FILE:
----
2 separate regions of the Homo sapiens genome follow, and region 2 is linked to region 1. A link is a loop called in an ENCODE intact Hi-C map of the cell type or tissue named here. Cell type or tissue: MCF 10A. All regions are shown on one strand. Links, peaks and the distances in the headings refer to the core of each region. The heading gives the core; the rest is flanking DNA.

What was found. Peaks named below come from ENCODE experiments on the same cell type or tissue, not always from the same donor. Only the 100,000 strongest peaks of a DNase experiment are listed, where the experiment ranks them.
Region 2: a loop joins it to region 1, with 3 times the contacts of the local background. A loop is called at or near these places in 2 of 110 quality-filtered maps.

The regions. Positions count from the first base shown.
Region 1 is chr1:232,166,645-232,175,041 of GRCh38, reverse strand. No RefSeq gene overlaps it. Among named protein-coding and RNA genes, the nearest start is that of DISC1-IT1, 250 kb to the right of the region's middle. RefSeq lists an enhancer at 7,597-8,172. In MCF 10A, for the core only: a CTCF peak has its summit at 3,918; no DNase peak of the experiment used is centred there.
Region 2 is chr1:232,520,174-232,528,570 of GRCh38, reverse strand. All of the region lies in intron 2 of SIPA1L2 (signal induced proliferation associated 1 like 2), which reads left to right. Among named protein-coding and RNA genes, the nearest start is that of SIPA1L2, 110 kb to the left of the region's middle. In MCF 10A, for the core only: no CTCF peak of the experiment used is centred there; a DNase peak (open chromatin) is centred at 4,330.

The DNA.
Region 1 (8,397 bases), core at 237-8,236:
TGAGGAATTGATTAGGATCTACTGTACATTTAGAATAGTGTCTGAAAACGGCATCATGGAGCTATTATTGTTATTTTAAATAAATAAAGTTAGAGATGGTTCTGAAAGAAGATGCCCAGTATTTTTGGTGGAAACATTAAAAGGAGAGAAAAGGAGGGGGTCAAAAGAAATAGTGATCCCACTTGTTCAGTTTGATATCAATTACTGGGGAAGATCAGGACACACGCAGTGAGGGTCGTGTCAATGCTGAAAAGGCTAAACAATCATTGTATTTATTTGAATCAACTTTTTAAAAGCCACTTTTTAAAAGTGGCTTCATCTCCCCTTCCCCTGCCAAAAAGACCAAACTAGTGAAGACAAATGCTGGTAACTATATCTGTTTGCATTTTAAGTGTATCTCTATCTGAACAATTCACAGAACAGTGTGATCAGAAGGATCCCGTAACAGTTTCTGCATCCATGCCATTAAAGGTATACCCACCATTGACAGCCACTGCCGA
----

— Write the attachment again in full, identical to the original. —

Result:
2 separate regions of the Homo sapiens genome follow, and region 2 is linked to region 1. A link is a loop called in an ENCODE intact Hi-C map of the cell type or tissue named here. Cell type or tissue: MCF 10A. All regions are shown on one strand. Links, peaks and the distances in the headings refer to the core of each region. The heading gives the core; the rest is flanking DNA.

What was found. Peaks named below come from ENCODE experiments on the same cell type or tissue, not always from the same donor. Only the 100,000 strongest peaks of a DNase experiment are listed, where the experiment ranks them.
Region 2: a loop joins it to region 1, with 3 times the contacts of the local background. A loop is called at or near these places in 2 of 110 quality-filtered maps.

The regions. Positions count from the first base shown.
Region 1 is chr1:232,166,645-232,175,041 of GRCh38, reverse strand. No RefSeq gene overlaps it. Among named protein-coding and RNA genes, the nearest start is that of DISC1-IT1, 250 kb to the right of the region's middle. RefSeq lists an enhancer at 7,597-8,172. In MCF 10A, for the core only: a CTCF peak has its summit at 3,918; no DNase peak of the experiment used is centred there.
Region 2 is chr1:232,520,174-232,528,570 of GRCh38, reverse strand. All of the region lies in intron 2 of SIPA1L2 (signal induced proliferation associated 1 like 2), which reads left to right. Among named protein-coding and RNA genes, the nearest start is that of SIPA1L2, 110 kb to the left of the region's middle. In MCF 10A, for the core only: no CTCF peak of the experiment used is centred there; a DNase peak (open chromatin) is centred at 4,330.

The DNA.
Region 1 (8,397 bases), core at 237-8,236:
TGAGGAATTGATTAGGATCTACTGTACATTTAGAATAGTGTCTGAAAACGGCATCATGGAGCTATTATTGTTATTTTAAATAAATAAAGTTAGAGATGGTTCTGAAAGAAGATGCCCAGTATTTTTGGTGGAAACATTAAAAGGAGAGAAAAGGAGGGGGTCAAAAGAAATAGTGATCCCACTTGTTCAGTTTGATATCAATTACTGGGGAAGATCAGGACACACGCAGTGAGGGTCGTGTCAATGCTGAAAAGGCTAAACAATCATTGTATTTATTTGAATCAACTTTTTAAAAGCCACTTTTTAAAAGTGGCTTCATCTCCCCTTCCCCTGCCAAAAAGACCAAACTAGTGAAGACAAATGCTGGTAACTATATCTGTTTGCATTTTAAGTGTATCTCTATCTGAACAATTCACAGAACAGTGTGATCAGAAGGATCCCGTAACAGTTTCTGCATCCATGCCATTAAAGGTATACCCACCATTGACAGCCACTGCCGA